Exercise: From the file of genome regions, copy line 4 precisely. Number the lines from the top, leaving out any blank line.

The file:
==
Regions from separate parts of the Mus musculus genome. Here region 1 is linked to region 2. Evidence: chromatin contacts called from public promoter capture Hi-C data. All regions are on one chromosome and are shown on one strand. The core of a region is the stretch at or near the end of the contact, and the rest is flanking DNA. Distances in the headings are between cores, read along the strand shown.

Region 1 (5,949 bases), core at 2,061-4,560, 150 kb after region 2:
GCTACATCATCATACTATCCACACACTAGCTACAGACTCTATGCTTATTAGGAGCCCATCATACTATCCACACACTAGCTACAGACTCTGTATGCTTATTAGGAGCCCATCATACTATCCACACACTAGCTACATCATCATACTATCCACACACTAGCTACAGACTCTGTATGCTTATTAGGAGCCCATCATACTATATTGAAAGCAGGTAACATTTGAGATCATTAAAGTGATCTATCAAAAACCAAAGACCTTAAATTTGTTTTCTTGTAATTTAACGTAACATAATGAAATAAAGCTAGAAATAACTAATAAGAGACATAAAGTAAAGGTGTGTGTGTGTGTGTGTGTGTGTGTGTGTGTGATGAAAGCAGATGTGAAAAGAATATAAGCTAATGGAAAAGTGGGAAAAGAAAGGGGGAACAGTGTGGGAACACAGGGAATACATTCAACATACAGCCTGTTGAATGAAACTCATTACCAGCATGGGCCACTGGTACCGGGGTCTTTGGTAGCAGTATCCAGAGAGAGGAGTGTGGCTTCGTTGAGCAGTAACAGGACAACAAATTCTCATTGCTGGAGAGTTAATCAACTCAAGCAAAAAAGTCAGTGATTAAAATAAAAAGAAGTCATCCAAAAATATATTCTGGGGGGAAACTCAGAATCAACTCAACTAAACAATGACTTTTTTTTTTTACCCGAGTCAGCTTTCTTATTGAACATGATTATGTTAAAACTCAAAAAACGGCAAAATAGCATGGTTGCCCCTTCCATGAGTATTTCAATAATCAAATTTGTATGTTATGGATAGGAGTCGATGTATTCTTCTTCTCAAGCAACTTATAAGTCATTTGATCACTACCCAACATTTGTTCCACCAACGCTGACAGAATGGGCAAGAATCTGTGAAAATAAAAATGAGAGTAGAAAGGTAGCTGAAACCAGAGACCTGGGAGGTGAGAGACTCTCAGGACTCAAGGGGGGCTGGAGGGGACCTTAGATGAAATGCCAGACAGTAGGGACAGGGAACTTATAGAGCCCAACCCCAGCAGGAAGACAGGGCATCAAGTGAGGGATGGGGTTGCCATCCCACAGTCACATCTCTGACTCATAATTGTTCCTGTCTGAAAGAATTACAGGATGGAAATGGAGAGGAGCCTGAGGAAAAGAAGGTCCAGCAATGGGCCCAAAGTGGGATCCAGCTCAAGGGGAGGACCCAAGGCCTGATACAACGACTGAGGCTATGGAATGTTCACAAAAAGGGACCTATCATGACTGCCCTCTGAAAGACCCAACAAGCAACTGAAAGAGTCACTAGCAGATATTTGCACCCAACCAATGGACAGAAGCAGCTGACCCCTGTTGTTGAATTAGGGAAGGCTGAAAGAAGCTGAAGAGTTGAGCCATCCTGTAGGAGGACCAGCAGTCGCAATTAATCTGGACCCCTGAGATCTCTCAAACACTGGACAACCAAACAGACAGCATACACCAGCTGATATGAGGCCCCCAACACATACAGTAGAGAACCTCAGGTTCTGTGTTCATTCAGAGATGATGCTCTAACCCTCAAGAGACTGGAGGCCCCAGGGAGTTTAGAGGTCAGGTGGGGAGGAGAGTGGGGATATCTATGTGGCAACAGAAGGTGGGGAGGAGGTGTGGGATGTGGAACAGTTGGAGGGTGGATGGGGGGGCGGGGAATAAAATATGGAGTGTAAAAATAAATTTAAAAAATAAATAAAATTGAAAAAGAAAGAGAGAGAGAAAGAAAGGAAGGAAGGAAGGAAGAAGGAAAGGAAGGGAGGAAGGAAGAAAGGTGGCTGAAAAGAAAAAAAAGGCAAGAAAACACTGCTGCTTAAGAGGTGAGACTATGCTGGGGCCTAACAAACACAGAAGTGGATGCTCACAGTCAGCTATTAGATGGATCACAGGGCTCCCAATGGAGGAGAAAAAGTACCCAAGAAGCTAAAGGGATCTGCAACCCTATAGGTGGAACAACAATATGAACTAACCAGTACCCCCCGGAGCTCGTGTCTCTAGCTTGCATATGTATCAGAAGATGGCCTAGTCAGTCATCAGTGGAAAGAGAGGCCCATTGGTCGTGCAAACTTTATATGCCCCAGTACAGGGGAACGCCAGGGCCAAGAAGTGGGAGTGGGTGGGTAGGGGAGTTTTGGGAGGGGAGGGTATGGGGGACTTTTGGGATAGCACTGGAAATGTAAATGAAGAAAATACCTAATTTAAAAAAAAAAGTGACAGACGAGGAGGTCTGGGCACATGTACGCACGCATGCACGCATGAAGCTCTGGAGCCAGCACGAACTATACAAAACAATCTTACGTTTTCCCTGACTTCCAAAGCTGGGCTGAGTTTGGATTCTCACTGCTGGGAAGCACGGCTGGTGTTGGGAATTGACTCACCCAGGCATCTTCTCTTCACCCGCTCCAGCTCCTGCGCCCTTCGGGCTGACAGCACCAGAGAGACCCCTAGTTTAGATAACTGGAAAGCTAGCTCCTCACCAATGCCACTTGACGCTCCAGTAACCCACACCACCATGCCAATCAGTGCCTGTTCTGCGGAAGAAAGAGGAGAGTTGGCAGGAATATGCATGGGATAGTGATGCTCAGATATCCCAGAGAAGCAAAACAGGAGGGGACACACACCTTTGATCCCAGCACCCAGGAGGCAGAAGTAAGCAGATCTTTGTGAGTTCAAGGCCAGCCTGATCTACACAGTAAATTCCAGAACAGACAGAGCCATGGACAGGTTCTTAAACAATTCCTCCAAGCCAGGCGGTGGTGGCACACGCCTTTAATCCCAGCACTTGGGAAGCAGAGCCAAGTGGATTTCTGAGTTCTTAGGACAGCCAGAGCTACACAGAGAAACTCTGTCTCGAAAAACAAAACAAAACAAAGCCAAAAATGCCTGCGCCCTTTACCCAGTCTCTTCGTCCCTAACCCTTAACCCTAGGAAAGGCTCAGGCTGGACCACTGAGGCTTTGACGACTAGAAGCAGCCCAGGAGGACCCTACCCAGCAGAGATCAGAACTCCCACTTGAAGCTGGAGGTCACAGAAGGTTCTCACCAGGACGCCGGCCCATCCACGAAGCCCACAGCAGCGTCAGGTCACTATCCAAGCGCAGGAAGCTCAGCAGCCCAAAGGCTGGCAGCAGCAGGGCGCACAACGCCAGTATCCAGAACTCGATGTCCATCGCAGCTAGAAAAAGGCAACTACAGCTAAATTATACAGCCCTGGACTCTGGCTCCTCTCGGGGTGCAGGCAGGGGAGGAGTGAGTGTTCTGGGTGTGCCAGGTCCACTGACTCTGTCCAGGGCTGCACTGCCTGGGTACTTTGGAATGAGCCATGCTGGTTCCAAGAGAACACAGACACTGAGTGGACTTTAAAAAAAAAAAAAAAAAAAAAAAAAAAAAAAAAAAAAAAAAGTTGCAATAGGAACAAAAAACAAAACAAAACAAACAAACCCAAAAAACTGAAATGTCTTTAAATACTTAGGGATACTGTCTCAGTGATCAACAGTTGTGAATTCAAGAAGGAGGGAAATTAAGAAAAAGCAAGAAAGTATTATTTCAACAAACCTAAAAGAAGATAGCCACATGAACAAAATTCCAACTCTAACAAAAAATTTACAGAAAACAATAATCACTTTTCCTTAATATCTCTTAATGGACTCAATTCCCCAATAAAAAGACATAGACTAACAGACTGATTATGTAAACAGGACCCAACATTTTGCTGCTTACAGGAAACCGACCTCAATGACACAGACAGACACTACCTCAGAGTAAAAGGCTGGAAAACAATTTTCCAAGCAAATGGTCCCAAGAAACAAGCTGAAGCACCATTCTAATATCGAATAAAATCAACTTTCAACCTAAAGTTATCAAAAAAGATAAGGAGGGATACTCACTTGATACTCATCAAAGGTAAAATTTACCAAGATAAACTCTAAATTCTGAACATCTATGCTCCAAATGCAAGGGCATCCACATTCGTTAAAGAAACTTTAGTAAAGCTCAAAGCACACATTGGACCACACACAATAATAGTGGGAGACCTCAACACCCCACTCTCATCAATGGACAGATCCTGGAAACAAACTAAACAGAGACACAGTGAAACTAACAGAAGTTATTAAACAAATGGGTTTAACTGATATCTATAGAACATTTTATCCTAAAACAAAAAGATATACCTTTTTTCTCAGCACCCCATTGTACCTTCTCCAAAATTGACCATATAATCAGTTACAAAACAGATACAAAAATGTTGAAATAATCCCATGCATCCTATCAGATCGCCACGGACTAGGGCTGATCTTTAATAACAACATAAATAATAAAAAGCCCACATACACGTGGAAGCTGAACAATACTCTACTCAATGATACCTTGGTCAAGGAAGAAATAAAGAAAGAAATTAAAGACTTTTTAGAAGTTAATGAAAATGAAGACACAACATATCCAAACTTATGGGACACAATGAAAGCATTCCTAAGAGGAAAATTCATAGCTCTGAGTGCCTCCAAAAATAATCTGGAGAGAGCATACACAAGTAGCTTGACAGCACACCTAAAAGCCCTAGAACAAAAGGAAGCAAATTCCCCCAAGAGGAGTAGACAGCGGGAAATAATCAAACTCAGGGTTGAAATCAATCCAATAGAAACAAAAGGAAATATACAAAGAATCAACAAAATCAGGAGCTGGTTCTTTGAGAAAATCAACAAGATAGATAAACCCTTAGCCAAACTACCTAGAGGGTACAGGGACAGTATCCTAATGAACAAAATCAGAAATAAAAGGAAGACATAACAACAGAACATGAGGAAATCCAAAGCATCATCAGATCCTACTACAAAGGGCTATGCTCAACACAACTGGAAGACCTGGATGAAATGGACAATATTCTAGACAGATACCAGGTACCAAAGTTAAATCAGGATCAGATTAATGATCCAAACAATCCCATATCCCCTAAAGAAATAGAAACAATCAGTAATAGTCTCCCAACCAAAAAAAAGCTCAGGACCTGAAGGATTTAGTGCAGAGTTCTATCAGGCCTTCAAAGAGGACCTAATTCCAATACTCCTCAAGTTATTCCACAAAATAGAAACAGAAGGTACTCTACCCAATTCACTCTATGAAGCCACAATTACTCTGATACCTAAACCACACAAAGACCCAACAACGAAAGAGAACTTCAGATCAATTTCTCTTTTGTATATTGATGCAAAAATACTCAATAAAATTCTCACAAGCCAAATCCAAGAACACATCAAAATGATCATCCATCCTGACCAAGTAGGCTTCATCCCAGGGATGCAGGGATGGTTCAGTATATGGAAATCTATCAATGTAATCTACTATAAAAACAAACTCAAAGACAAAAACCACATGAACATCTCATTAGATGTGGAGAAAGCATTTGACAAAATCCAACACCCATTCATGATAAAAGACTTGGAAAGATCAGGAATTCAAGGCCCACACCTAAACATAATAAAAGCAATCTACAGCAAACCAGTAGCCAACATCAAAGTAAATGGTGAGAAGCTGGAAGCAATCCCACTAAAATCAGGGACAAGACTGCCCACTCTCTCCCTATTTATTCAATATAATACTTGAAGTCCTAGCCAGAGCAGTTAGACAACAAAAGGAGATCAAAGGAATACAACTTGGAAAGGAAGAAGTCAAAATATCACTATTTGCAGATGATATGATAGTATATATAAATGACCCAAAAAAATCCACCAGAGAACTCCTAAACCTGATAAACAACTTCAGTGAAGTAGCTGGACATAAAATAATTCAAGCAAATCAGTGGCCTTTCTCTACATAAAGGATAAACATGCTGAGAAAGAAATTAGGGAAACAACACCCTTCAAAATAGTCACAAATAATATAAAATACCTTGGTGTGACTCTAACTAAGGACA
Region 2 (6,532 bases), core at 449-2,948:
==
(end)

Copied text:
Region 2 (6,532 bases), core at 449-2,948: